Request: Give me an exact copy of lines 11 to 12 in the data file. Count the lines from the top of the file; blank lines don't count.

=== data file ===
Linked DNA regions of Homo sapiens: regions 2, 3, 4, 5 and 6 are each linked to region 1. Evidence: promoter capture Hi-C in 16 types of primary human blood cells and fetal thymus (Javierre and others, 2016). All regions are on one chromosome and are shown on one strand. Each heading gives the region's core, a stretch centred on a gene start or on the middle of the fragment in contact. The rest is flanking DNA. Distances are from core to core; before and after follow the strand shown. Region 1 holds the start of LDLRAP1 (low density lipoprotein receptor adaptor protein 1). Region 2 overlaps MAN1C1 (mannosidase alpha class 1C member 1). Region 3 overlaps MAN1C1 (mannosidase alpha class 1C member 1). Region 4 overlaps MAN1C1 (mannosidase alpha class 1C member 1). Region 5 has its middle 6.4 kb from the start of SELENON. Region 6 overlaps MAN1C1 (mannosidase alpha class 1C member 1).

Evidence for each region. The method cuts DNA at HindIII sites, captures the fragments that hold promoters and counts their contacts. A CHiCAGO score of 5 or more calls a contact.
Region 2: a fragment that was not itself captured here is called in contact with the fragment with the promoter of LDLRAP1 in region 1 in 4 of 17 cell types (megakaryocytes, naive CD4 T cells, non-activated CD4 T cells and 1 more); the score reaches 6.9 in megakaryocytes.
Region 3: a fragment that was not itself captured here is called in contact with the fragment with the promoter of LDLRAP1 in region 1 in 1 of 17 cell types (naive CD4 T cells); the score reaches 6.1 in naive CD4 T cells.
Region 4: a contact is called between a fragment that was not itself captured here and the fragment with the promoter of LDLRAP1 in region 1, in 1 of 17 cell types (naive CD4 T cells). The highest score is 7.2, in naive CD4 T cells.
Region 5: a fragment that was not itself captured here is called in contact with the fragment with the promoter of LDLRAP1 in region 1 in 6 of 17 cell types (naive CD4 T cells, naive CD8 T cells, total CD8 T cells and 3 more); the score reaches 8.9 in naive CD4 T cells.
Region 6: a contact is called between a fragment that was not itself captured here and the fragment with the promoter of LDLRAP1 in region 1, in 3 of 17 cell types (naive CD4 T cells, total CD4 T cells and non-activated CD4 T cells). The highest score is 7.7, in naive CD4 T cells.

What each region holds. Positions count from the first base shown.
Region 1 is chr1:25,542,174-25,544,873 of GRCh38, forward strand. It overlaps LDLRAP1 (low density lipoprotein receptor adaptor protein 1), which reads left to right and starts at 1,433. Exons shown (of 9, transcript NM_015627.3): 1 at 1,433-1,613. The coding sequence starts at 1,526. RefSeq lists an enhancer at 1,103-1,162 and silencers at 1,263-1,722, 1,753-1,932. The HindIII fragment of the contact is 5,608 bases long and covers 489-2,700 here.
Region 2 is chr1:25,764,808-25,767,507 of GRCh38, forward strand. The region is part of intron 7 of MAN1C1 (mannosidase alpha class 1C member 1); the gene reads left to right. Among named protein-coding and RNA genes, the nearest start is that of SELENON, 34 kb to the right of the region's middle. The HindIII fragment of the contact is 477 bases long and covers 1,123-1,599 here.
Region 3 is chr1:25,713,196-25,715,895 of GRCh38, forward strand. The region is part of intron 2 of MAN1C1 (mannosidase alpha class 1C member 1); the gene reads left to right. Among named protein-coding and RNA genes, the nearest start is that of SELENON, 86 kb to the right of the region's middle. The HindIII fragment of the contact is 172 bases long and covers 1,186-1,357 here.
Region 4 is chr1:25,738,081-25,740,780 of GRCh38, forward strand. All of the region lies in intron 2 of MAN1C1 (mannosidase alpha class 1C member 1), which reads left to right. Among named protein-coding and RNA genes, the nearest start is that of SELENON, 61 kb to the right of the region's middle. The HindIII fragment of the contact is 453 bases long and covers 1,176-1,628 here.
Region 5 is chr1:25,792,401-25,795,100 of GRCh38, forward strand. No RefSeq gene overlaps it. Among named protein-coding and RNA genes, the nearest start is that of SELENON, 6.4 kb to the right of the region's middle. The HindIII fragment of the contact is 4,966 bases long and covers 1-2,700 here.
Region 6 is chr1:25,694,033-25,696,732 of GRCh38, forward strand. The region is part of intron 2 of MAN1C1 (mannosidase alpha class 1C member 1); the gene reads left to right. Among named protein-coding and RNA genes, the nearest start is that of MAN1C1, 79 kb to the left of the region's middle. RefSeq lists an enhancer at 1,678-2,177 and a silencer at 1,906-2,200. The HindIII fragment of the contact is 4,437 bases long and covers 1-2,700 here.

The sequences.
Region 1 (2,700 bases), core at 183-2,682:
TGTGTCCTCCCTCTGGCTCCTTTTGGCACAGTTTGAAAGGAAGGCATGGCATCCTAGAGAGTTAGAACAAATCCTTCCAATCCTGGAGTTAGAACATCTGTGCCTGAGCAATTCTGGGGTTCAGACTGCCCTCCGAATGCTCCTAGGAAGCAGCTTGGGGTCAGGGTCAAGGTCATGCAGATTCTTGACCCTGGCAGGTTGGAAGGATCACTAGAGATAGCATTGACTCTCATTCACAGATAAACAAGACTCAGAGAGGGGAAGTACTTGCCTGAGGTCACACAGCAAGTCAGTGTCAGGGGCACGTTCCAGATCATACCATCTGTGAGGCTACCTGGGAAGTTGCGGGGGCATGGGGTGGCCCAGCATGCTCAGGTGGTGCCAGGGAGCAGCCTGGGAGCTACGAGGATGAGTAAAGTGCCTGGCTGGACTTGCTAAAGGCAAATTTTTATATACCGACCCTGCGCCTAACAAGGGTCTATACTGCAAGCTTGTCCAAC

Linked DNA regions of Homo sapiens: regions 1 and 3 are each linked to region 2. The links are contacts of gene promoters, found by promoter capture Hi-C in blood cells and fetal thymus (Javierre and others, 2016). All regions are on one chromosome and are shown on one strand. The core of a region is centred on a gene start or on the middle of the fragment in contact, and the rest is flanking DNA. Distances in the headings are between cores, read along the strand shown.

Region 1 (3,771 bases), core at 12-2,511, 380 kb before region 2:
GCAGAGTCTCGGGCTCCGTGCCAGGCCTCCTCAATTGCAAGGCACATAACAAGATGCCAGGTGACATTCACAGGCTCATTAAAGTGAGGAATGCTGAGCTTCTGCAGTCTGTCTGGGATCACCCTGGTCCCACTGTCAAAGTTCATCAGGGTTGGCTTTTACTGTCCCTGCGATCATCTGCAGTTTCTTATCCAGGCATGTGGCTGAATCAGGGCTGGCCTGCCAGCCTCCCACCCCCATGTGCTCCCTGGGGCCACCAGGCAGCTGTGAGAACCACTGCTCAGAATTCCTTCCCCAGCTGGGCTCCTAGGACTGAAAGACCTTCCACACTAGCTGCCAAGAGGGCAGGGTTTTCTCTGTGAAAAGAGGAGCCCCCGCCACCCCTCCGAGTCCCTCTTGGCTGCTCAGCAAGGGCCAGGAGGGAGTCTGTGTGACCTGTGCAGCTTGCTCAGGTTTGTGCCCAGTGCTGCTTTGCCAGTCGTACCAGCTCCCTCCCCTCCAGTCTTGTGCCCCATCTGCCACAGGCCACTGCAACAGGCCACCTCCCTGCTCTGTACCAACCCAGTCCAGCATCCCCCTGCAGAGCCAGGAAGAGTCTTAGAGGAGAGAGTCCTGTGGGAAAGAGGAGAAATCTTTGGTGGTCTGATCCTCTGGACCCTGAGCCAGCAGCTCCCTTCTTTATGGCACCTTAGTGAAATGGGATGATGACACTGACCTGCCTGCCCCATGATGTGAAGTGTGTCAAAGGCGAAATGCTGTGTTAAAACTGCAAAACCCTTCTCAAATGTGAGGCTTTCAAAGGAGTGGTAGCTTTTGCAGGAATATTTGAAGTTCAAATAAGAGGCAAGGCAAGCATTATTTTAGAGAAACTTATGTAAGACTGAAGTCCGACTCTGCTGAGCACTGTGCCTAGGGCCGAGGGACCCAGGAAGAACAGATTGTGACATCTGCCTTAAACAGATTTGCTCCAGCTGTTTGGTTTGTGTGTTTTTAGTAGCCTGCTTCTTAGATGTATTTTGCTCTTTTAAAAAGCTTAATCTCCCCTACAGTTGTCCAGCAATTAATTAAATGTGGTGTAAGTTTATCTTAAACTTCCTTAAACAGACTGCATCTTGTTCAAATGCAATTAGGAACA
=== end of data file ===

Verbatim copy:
Region 3 is chr1:25,713,196-25,715,895 of GRCh38, forward strand. The region is part of intron 2 of MAN1C1 (mannosidase alpha class 1C member 1); the gene reads left to right. Among named protein-coding and RNA genes, the nearest start is that of SELENON, 86 kb to the right of the region's middle. The HindIII fragment of the contact is 172 bases long and covers 1,186-1,357 here.
Region 4 is chr1:25,738,081-25,740,780 of GRCh38, forward strand. All of the region lies in intron 2 of MAN1C1 (mannosidase alpha class 1C member 1), which reads left to right. Among named protein-coding and RNA genes, the nearest start is that of SELENON, 61 kb to the right of the region's middle. The HindIII fragment of the contact is 453 bases long and covers 1,176-1,628 here.